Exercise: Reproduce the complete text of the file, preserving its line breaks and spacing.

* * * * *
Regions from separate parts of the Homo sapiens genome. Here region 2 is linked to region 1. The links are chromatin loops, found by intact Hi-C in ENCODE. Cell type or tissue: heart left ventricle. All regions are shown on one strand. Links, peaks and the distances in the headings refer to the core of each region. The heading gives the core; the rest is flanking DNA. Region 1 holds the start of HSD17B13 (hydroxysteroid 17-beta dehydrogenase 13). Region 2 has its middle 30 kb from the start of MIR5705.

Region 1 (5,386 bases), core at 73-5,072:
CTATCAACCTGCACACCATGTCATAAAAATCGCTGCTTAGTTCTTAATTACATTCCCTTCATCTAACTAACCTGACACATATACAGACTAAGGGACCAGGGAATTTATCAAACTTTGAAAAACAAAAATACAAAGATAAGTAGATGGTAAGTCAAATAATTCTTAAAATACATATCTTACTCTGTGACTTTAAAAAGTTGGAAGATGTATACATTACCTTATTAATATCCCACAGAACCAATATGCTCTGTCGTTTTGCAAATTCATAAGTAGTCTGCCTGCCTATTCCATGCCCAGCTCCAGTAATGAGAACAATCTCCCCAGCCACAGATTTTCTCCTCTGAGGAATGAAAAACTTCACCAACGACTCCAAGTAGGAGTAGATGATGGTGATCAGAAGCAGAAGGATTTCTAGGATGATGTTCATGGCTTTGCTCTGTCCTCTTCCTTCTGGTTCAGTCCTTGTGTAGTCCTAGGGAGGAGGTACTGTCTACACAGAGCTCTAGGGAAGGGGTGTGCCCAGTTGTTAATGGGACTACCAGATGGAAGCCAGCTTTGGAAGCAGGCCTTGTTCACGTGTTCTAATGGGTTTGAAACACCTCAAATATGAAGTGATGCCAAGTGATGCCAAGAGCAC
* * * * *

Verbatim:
Regions from separate parts of the Homo sapiens genome. Here region 2 is linked to region 1. The links are chromatin loops, found by intact Hi-C in ENCODE. Cell type or tissue: heart left ventricle. All regions are shown on one strand. Links, peaks and the distances in the headings refer to the core of each region. The heading gives the core; the rest is flanking DNA. Region 1 holds the start of HSD17B13 (hydroxysteroid 17-beta dehydrogenase 13). Region 2 has its middle 30 kb from the start of MIR5705.

Region 1 (5,386 bases), core at 73-5,072:
CTATCAACCTGCACACCATGTCATAAAAATCGCTGCTTAGTTCTTAATTACATTCCCTTCATCTAACTAACCTGACACATATACAGACTAAGGGACCAGGGAATTTATCAAACTTTGAAAAACAAAAATACAAAGATAAGTAGATGGTAAGTCAAATAATTCTTAAAATACATATCTTACTCTGTGACTTTAAAAAGTTGGAAGATGTATACATTACCTTATTAATATCCCACAGAACCAATATGCTCTGTCGTTTTGCAAATTCATAAGTAGTCTGCCTGCCTATTCCATGCCCAGCTCCAGTAATGAGAACAATCTCCCCAGCCACAGATTTTCTCCTCTGAGGAATGAAAAACTTCACCAACGACTCCAAGTAGGAGTAGATGATGGTGATCAGAAGCAGAAGGATTTCTAGGATGATGTTCATGGCTTTGCTCTGTCCTCTTCCTTCTGGTTCAGTCCTTGTGTAGTCCTAGGGAGGAGGTACTGTCTACACAGAGCTCTAGGGAAGGGGTGTGCCCAGTTGTTAATGGGACTACCAGATGGAAGCCAGCTTTGGAAGCAGGCCTTGTTCACGTGTTCTAATGGGTTTGAAACACCTCAAATATGAAGTGATGCCAAGTGATGCCAAGAGCAC